• What will achieving the goal especially mean to me?
  • How does this goal fit in with my values?

Time bound

It’s best to have a specific time frame in mind for meeting your goal. Setting a deadline or a date to assess if you have made significant progress can help keep you on track to success. You should try to decide on a realistic amount of time that is neither too long or too short. If the deadline is too far in the future, you will likely lose momentum or feel no sense of urgency. If the time frame is too short, you may become overwhelmed or stressed. A good idea might be to identify mini steps and assign an achieve by date for each.

An example of how I’m using SMART goals to achieve success

In last week’s Monday Matters blog post, I shared my current vision board. In order to increase my chance of successfully meeting my goals (or vision), I’ve been applying the SMART system to really break things down. To help you see how this works, I thought I’d take just one of my goals and look at it in depth using SMART.

On my vision board, I have a picture of a hamster and the word pampered. My goal is to treat our new pet in a way that gives her everything she wants and needs. We’ve been keeping hamsters for years and each time we have a new addition to the family, I try even harder to make sure she has a good life. Obviously I can’t ask Millie if she feels like she is a pampered pet but I can put things in place to ensure she is completely spoilt and receives the best treatment I can offer. Here’s my real life example of how I’ve broken my goal down :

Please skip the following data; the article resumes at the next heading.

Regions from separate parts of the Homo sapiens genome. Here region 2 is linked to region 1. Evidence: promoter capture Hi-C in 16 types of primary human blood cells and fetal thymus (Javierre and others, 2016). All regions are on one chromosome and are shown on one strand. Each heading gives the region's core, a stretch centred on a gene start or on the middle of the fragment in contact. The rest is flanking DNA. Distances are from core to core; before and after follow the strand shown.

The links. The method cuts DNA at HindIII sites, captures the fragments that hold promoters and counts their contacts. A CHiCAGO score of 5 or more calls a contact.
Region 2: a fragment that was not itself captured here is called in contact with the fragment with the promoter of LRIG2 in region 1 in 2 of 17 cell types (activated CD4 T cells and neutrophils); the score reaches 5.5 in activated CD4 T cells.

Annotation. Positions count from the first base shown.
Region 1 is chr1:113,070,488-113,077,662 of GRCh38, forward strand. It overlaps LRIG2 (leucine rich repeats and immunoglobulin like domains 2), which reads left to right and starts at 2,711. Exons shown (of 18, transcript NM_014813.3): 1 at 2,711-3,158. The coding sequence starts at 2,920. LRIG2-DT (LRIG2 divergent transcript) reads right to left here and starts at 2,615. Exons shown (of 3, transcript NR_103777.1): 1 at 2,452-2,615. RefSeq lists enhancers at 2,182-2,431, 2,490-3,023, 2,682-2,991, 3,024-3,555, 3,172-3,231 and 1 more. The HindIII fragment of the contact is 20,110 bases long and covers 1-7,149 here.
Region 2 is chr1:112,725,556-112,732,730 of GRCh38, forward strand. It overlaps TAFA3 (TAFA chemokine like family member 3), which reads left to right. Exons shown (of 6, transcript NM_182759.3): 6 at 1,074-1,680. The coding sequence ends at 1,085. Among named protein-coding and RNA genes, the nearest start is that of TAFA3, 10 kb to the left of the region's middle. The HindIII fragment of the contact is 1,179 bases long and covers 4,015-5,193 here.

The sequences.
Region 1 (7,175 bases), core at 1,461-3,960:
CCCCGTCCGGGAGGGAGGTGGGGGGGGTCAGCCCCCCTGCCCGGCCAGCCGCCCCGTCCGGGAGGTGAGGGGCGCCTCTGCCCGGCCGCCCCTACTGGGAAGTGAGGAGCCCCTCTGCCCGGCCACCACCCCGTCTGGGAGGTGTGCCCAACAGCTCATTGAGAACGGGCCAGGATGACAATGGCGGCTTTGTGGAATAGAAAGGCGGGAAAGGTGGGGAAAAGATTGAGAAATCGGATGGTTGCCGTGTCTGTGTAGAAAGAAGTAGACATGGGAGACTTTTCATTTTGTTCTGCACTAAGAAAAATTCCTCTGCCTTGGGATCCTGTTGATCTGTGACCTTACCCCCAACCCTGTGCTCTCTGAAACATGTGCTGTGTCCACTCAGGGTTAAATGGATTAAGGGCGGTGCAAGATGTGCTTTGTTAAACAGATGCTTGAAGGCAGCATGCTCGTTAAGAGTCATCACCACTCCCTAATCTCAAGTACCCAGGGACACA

Specific: I want Millie to be a happy and well pampered hamster so that I can be sure I’m giving her the best life I can. It’s important to me that my pet is treated well as part of our family. Both my husband and I will play a big part in working towards and achieving my goal. We’ll use our knowledge of keeping Syrian hamsters to help us as well as learning from guidance found online from reputable sources. Meeting my goal will have financial implications but we’re happy to spend a reasonable amount of money on both her cage and accessories within. When I have achieved the goal Millie will appear happy and content with her home and should show signs that she feels safe when we get her out of her cage each evening. She should look healthy and well cared for and my husband and I will be satisfied that we are good hamster parents!

Measurable: We will measure our progress using a checklist of things which need to be in place to ensure Millie is happy and healthy.

  • Extra large cage with floor space beyond the recommended size for Syrian hamsters.
  • Cosy house which is large enough for Millie to sleep in and also has room for snacks.
  • Large wheel which adult Millie can run in without concave back.
  • Water bottle to be refilled daily and scrubbed weekly.
  • A good quality diet consisting of dry food and small quantities of fresh fruit and vegetables.